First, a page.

Today we’ll look at Air T, Inc. (NASDAQ:AIRT) and reflect on its potential as an investment. In particular, we’ll consider its Return On Capital Employed (ROCE), as that can give us insight into how profitably the company is able to employ capital in its business.
First up, we’ll look at what ROCE is and how we calculate it. Then we’ll compare its ROCE to similar companies. Last but not least, we’ll look at what impact its current liabilities have on its ROCE.
Understanding Return On Capital Employed (ROCE)
ROCE measures the ‘return’ (pre-tax profit) a company generates from capital employed in its business. In general, businesses with a higher ROCE are usually better quality. Overall, it is a valuable metric that has its flaws. Renowned investment researcher Michael Mauboussin has suggested that a high ROCE can indicate that ‘one dollar invested in the company generates value of more than one dollar’.
So, How Do We Calculate ROCE?
The formula for calculating the return on capital employed is:
Return on Capital Employed = Earnings Before Interest and Tax (EBIT) ÷ (Total Assets – Current Liabilities)
Or for Air T:
0.034 = US$4.2m ÷ (US$118m – US$44m) (Based on the trailing twelve months to September 2018.)
So, Air T has an ROCE of 3.4%.
Does Air T Have A Good ROCE?
ROCE can be useful when making comparisons, such as between similar companies. In this analysis, Air T’s ROCE appears meaningfully below the 9.3% average reported by the Logistics industry. This performance could be negative if sustained, as it suggests the business may underperform its industry. Putting aside Air T’s performance relative to its industry, its ROCE in absolute terms is poor – considering the risk of owning stocks compared to government bonds. It is likely that there are more attractive prospects out there.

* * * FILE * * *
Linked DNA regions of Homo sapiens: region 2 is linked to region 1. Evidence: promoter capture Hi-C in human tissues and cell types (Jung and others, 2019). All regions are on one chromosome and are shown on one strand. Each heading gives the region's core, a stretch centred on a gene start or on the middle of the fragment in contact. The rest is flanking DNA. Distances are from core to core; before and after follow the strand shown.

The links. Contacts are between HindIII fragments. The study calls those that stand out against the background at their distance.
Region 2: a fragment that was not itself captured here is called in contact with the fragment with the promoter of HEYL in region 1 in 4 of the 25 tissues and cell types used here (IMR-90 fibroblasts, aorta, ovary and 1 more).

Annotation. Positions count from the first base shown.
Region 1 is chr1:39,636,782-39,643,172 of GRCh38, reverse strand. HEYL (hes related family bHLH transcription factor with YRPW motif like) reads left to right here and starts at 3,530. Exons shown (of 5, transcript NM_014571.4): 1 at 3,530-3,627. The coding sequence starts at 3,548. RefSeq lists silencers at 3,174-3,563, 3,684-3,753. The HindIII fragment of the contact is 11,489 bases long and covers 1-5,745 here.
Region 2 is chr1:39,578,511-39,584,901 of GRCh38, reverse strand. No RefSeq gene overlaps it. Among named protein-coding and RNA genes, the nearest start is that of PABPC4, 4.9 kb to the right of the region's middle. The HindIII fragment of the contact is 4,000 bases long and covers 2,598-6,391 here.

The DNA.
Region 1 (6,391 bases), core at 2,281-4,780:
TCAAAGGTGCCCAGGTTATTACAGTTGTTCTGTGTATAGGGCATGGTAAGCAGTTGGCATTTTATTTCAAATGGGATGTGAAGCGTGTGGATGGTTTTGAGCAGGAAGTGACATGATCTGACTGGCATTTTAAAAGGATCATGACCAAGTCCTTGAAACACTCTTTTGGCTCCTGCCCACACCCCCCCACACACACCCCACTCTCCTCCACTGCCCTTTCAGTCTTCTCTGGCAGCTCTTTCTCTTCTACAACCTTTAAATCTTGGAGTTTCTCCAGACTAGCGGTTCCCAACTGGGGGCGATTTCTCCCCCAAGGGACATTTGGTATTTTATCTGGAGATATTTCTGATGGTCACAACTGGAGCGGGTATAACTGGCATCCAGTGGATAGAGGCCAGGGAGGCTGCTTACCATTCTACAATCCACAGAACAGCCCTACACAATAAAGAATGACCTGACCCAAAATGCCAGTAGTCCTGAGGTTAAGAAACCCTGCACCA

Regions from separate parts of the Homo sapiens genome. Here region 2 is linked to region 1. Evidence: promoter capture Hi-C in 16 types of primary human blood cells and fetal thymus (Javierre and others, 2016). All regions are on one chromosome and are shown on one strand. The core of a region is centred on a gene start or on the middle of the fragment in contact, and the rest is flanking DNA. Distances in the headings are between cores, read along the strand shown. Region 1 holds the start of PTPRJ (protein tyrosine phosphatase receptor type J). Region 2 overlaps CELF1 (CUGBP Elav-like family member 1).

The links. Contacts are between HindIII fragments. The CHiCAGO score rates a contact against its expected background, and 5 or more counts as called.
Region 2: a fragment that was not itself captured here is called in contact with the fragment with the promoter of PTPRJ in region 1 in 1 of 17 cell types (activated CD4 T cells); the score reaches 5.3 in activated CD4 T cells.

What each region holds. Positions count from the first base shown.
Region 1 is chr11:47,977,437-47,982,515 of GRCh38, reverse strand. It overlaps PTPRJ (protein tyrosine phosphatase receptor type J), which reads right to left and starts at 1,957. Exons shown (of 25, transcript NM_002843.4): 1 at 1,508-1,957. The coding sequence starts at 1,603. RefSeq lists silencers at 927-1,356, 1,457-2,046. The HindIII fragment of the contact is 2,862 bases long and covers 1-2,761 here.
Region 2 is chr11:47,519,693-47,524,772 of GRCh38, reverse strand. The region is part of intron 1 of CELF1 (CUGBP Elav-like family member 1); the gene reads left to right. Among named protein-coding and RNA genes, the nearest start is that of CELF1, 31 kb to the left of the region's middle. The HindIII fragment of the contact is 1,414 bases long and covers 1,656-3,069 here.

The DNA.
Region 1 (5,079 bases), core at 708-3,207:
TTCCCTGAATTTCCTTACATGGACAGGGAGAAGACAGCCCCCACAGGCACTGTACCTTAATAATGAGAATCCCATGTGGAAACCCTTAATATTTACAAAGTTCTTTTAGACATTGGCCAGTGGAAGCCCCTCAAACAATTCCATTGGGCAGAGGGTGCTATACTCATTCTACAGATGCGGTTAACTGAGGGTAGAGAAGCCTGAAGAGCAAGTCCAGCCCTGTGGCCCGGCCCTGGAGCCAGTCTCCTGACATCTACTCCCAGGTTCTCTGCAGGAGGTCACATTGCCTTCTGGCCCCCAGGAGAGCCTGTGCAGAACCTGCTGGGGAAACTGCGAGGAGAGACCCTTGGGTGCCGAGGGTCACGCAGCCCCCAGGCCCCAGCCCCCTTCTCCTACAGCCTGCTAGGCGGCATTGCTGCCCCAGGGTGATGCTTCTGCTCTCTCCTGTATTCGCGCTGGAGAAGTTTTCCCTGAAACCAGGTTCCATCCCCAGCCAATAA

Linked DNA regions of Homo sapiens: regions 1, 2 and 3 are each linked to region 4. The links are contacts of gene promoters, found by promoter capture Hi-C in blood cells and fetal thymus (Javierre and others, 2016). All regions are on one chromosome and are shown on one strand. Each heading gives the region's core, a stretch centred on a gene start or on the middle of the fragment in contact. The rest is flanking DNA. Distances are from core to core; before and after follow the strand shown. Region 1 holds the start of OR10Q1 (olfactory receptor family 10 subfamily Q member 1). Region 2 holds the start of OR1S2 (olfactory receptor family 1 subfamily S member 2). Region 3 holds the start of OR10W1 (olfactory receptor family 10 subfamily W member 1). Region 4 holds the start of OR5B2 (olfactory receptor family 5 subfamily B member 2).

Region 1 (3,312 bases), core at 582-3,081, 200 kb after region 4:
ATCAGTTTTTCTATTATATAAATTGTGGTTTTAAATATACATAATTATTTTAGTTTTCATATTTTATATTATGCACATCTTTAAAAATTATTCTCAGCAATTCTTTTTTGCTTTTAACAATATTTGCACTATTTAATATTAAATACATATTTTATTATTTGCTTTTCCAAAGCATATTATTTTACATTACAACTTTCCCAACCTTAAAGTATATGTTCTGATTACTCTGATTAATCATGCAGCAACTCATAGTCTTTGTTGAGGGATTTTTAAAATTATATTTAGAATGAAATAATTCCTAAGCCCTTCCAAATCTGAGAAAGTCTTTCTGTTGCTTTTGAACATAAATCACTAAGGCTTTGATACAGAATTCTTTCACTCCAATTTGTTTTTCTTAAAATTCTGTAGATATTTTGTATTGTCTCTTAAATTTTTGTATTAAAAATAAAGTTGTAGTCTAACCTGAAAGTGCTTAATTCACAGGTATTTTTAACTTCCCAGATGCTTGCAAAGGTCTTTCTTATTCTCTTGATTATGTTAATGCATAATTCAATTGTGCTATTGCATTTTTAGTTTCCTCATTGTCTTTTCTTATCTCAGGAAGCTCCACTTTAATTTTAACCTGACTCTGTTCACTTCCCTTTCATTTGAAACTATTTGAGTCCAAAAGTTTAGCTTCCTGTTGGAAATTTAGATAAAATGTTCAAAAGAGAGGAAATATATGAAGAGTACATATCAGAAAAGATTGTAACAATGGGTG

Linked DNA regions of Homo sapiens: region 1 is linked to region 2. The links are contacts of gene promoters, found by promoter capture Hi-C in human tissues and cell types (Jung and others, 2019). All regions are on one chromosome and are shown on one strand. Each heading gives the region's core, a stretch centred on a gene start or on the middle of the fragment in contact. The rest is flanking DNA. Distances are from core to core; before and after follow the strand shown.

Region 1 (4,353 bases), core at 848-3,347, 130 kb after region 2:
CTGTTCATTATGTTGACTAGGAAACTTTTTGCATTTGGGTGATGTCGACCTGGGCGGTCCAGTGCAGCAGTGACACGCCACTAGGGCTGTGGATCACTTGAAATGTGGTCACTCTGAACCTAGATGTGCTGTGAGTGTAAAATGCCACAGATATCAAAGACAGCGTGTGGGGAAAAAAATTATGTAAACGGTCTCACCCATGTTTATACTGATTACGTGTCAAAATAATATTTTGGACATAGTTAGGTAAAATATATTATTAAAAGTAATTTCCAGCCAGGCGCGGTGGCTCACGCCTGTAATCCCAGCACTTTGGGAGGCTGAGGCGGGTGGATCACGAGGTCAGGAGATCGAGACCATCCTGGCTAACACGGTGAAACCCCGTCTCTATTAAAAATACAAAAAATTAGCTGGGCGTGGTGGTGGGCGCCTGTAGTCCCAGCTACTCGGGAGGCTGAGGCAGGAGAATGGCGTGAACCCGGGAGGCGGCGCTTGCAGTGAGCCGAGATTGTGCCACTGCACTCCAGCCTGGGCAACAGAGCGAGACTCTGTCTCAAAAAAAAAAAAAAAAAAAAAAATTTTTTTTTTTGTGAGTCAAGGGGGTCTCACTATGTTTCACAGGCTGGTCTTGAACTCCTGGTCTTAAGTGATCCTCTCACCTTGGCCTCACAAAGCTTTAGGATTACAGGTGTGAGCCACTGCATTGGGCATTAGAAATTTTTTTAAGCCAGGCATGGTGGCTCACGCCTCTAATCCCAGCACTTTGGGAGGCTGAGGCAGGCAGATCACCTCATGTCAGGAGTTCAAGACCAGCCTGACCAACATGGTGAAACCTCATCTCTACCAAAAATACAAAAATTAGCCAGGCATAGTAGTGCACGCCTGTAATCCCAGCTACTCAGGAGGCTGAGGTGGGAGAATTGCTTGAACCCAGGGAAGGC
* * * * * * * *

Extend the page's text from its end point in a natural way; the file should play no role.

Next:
Air T’s current ROCE of 3.4% is lower than its ROCE in the past, which was 14%, 3 years ago. This makes us wonder if the business is facing new challenges.
It is important to remember that ROCE shows past performance, and is not necessarily predictive. ROCE can be deceptive for cyclical businesses, as returns can look incredible in boom times, and terribly low in downturns. ROCE is only a point-in-time measure. If Air T is cyclical, it could make sense to check out this free graph of past earnings, revenue and cash flow.
Do Air T’s Current Liabilities Skew Its ROCE?
Current liabilities include invoices, such as supplier payments, short-term debt, or a tax bill, that need to be paid within 12 months. Due to the way the ROCE equation works, having large bills due in the near term can make it look as though a company has less capital employed, and thus a higher ROCE than usual. To check the impact of this, we calculate if a company has high current liabilities relative to its total assets.
Air T has total assets of US$118m and current liabilities of US$44m. As a result, its current liabilities are equal to approximately 37% of its total assets. Air T has a medium level of current liabilities (boosting the ROCE somewhat), and a low ROCE.
What We Can Learn From Air T’s ROCE
So researching other companies may be a better use of your time. You might be able to find a better buy than Air T. If you want a selection of possible winners, check out this free list of interesting companies that trade on a P/E below 20 (but have proven they can grow earnings).
If you are like me, then you will not want to miss this free list of growing companies that insiders are buying.
To help readers see past the short term volatility of the financial market, we aim to bring you a long-term focused research analysis purely driven by fundamental data. Note that our analysis does not factor in the latest price-sensitive company announcements.
The author is an independent contributor and at the time of publication had no position in the stocks mentioned. For errors that warrant correction please contact the editor at email@example.com.